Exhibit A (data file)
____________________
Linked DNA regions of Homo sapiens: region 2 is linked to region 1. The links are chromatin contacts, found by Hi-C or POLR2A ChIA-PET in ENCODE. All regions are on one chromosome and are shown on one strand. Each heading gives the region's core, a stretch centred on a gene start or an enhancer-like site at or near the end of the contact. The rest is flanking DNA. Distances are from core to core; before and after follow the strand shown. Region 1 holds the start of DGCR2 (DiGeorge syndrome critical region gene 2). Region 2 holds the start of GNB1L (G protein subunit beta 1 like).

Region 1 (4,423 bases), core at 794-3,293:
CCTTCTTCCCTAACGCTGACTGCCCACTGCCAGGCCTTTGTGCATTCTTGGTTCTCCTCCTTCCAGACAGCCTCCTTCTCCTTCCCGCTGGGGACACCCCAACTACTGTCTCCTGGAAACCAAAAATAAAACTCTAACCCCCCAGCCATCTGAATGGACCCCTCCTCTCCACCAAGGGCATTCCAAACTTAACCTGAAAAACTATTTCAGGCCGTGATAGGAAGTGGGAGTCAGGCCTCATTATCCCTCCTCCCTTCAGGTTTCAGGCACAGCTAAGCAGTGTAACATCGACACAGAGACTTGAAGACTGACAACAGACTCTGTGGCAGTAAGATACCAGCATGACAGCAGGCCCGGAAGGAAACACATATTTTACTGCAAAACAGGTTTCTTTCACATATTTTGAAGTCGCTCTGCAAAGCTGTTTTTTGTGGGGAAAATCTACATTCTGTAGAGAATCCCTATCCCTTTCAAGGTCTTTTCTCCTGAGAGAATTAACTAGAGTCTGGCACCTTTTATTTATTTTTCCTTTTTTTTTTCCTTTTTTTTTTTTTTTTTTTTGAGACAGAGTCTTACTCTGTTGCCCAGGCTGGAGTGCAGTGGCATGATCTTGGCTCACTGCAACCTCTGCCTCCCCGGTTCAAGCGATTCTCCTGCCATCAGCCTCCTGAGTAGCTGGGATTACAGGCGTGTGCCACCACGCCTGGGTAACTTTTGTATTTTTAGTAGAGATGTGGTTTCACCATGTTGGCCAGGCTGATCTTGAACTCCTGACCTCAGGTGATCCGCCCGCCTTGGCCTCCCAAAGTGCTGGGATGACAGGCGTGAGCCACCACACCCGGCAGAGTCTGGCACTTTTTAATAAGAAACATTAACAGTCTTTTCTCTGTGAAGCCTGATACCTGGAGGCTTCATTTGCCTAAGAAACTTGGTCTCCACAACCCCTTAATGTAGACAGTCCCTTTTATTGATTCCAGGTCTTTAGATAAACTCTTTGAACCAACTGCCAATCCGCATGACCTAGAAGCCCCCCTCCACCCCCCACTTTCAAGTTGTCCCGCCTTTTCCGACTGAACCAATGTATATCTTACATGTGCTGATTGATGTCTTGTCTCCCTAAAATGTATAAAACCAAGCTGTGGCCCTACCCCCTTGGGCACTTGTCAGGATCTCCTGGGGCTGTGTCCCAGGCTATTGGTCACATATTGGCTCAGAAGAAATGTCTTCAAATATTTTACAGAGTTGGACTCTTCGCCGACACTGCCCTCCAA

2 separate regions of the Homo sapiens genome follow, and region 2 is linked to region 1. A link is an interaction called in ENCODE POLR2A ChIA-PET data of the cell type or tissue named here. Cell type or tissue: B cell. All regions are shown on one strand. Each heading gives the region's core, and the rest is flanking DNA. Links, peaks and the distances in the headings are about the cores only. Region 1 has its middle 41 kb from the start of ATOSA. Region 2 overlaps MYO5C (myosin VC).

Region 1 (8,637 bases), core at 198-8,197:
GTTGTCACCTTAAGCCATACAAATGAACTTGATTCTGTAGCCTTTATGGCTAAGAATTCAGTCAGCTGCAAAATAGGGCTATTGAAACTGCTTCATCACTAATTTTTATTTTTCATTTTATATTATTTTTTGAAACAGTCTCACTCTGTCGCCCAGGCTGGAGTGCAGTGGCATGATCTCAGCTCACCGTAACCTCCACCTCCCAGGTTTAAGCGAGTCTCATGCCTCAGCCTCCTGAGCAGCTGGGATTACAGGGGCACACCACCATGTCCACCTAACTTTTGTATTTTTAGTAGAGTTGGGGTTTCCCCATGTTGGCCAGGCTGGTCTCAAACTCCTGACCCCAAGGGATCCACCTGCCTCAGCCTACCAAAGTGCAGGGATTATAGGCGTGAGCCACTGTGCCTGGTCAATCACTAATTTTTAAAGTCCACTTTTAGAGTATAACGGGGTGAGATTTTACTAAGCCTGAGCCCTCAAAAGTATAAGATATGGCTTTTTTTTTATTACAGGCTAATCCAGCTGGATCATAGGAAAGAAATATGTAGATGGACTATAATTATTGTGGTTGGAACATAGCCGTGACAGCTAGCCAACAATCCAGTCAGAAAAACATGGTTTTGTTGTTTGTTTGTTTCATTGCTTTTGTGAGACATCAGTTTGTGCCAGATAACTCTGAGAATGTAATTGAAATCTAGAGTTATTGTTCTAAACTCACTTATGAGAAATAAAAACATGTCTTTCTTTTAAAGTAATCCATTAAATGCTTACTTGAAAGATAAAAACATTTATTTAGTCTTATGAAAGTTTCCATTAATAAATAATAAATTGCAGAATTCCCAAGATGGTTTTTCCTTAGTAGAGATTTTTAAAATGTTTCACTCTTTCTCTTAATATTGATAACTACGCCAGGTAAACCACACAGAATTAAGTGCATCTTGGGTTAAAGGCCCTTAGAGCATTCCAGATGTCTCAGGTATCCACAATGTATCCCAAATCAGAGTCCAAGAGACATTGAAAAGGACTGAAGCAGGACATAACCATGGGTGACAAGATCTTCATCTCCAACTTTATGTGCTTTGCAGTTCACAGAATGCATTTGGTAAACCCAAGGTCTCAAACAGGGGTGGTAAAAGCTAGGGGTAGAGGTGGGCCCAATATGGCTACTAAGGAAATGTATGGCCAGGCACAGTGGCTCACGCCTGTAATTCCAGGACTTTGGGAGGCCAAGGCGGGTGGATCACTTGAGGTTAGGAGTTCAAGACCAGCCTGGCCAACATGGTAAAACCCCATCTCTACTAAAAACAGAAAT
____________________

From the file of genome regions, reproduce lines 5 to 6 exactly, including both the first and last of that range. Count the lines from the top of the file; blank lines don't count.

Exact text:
Region 1 (8,637 bases), core at 198-8,197:
GTTGTCACCTTAAGCCATACAAATGAACTTGATTCTGTAGCCTTTATGGCTAAGAATTCAGTCAGCTGCAAAATAGGGCTATTGAAACTGCTTCATCACTAATTTTTATTTTTCATTTTATATTATTTTTTGAAACAGTCTCACTCTGTCGCCCAGGCTGGAGTGCAGTGGCATGATCTCAGCTCACCGTAACCTCCACCTCCCAGGTTTAAGCGAGTCTCATGCCTCAGCCTCCTGAGCAGCTGGGATTACAGGGGCACACCACCATGTCCACCTAACTTTTGTATTTTTAGTAGAGTTGGGGTTTCCCCATGTTGGCCAGGCTGGTCTCAAACTCCTGACCCCAAGGGATCCACCTGCCTCAGCCTACCAAAGTGCAGGGATTATAGGCGTGAGCCACTGTGCCTGGTCAATCACTAATTTTTAAAGTCCACTTTTAGAGTATAACGGGGTGAGATTTTACTAAGCCTGAGCCCTCAAAAGTATAAGATATGGCTTTTTTTTTATTACAGGCTAATCCAGCTGGATCATAGGAAAGAAATATGTAGATGGACTATAATTATTGTGGTTGGAACATAGCCGTGACAGCTAGCCAACAATCCAGTCAGAAAAACATGGTTTTGTTGTTTGTTTGTTTCATTGCTTTTGTGAGACATCAGTTTGTGCCAGATAACTCTGAGAATGTAATTGAAATCTAGAGTTATTGTTCTAAACTCACTTATGAGAAATAAAAACATGTCTTTCTTTTAAAGTAATCCATTAAATGCTTACTTGAAAGATAAAAACATTTATTTAGTCTTATGAAAGTTTCCATTAATAAATAATAAATTGCAGAATTCCCAAGATGGTTTTTCCTTAGTAGAGATTTTTAAAATGTTTCACTCTTTCTCTTAATATTGATAACTACGCCAGGTAAACCACACAGAATTAAGTGCATCTTGGGTTAAAGGCCCTTAGAGCATTCCAGATGTCTCAGGTATCCACAATGTATCCCAAATCAGAGTCCAAGAGACATTGAAAAGGACTGAAGCAGGACATAACCATGGGTGACAAGATCTTCATCTCCAACTTTATGTGCTTTGCAGTTCACAGAATGCATTTGGTAAACCCAAGGTCTCAAACAGGGGTGGTAAAAGCTAGGGGTAGAGGTGGGCCCAATATGGCTACTAAGGAAATGTATGGCCAGGCACAGTGGCTCACGCCTGTAATTCCAGGACTTTGGGAGGCCAAGGCGGGTGGATCACTTGAGGTTAGGAGTTCAAGACCAGCCTGGCCAACATGGTAAAACCCCATCTCTACTAAAAACAGAAAT